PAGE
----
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I see a few things changing, but nothing major. For starters, the high cost of track will do two things. First, encourage lower-cost alternatives (to wit, rumblings of Aristo adding aluminum rail to their lineup). Also, it will force people to take a bit more practical approach to planning a garden railroad. Gone is the temptation to lay 1000'+ of track simply because it's cheap, only then to discover what a maintenance headache a railroad of that size can be. At $10/foot, a 300' railroad is a significant investment, but it will emphasize that (a) you don't need a large space for a garden railroad, and (b) less is often more. Small railroads are far easier to maintain, and will likely help keep many folks in the hobby who don't otherwise have the time to keep up with things.

As far as equipment goes, parts from defunct manufacturers will be a problem, but heck--parts from existing manufacturers can sometimes be a problem. That's a problem that's existed in the small scales for decades with no tangible effects beyond an increase in retired old shelf queens. But hey--given the choice between a 1960s vintage Athearn F-7 and a new one from Kato or Atlas... let's just say some technologies are best put out to pasture. If nothing else, a lack of legacy parts from fallen manufacturers bodes well for new product development.

At the same time, it's not like the molds from these various fallen flags are gathering much dust. They're too valuable. Aristo's got most of the old Delton stuff. Hartland has the old Kalamazoo. It looks like Piko's found some of the old MDC molds, and USA's ore cars are reportedly straight from the Lionel molds. Marklin's not about to just sit on all the US-prototype molds they have. They may need time to get production up to speed and incorporate them into the line-up, but it will happen.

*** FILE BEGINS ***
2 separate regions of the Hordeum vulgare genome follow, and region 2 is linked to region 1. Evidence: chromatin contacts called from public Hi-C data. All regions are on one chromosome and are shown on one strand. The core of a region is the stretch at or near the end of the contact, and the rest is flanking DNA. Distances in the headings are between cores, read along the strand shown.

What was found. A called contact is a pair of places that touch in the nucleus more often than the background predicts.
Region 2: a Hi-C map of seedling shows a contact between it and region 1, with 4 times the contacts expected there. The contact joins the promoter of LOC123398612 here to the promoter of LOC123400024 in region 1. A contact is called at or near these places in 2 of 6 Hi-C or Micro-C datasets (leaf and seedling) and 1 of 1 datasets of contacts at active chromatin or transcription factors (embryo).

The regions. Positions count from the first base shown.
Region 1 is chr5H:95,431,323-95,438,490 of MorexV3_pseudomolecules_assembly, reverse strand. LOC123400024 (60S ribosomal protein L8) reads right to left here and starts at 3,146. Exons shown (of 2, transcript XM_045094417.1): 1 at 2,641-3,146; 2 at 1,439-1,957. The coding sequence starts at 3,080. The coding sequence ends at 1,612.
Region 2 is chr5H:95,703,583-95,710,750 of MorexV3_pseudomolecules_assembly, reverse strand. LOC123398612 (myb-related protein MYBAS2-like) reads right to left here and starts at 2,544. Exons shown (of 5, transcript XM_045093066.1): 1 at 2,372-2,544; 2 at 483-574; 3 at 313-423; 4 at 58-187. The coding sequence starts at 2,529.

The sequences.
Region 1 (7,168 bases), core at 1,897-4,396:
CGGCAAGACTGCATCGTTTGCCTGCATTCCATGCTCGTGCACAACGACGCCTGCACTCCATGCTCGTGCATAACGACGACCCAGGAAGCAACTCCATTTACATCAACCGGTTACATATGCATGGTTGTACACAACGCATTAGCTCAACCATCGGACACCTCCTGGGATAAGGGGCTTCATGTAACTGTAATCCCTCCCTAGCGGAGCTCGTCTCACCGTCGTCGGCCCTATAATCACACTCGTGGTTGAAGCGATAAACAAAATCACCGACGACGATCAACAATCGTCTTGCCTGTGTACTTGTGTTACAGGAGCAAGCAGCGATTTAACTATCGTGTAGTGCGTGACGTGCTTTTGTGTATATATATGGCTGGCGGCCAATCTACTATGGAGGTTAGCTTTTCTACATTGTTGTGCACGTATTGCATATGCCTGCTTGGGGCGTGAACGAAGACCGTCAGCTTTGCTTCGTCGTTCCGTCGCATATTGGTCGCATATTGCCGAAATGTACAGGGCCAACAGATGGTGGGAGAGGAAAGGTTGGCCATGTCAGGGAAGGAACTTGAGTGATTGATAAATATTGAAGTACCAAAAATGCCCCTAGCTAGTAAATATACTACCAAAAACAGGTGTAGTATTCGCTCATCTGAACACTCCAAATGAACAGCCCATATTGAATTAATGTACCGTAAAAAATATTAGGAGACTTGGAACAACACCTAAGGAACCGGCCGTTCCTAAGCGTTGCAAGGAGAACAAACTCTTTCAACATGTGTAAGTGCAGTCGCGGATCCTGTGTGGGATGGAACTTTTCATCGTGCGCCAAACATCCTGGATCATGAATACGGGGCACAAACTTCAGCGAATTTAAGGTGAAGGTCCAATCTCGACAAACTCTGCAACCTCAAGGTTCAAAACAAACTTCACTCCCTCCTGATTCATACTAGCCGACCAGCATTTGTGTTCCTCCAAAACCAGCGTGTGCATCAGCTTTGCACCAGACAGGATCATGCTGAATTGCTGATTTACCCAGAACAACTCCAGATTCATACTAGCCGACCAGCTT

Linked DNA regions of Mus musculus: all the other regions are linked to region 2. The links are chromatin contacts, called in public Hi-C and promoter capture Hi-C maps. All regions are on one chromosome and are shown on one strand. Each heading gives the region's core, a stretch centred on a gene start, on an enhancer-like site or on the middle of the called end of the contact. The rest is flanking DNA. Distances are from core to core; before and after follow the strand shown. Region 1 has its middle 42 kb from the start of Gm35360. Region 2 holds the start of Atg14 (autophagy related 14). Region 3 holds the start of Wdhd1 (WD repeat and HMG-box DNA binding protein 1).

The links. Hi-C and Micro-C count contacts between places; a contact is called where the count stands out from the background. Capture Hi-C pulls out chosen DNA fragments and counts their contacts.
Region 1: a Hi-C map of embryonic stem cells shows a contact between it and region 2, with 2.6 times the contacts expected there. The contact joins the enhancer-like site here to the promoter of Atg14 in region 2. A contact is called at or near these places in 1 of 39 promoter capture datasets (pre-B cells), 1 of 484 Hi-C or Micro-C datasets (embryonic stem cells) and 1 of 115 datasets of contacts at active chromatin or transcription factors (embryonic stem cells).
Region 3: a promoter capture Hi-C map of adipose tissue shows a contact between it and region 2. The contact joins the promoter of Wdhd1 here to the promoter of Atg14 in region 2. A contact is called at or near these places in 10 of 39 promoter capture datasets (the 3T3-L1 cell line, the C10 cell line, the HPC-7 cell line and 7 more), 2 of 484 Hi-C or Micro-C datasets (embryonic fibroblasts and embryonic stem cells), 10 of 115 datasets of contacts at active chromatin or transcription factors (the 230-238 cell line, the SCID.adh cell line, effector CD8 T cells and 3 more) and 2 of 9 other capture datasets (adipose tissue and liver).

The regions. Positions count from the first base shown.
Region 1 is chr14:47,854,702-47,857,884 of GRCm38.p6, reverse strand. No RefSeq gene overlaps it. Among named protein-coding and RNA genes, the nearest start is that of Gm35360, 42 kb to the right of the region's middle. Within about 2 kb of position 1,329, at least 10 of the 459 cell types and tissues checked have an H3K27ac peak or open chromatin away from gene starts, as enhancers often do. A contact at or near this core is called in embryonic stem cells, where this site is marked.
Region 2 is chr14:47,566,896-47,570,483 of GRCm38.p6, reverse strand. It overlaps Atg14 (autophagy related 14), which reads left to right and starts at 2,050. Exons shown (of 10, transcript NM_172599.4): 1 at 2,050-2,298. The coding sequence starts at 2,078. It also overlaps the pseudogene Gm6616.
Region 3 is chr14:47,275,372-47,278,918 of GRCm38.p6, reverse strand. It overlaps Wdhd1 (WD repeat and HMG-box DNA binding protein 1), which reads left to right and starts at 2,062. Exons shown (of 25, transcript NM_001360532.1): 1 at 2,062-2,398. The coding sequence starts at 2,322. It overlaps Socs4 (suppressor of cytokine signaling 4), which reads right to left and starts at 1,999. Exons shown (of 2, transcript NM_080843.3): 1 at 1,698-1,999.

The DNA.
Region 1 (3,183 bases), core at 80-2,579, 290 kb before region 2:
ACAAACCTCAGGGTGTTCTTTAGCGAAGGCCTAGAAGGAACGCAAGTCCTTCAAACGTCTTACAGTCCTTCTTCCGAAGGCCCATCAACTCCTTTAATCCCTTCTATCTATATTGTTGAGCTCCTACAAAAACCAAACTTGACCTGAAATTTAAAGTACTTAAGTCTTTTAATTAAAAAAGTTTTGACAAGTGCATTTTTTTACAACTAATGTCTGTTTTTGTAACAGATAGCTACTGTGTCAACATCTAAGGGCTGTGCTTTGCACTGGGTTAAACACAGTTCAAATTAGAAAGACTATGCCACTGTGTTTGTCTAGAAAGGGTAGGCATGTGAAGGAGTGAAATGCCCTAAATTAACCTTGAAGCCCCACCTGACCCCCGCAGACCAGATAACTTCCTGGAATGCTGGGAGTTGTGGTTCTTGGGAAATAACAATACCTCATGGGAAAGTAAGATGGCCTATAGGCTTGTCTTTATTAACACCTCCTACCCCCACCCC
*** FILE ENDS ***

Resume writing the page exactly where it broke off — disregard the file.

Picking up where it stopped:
Like track, though, I think a tighter hobby budget will reduce the amount of equipment people buy. Instead of buying two locos, perhaps they'll buy just one. Instead of a string of 10 hoppers, maybe just 6 or 7. But since the average hobbyist won't have 1000' of track, the belt-tightening won't be noticeable. A smaller train fits better on smaller railroads. The overall satisfaction--in my opinion--would stay the same.

I think that this hobby in general is too small to enjoy "economies of scale" in terms of production. I think production runs will ultimately level out with demand, whatever that is. I would bet that Aristo-Craft has produced far more mikados than AMS has tank cars, yet both are able to produce their respective products and make a modicum of profit off of them. As money gets tighter, we might see a slight taper in the number of new products. Coupled with that, though, I think we'll see smarter production from the manufacturers; more interchangeable parts, more research into what will sell, and more efficiencies in the production itself which will allow new products to hit the shelves a little cheaper at least on their end.


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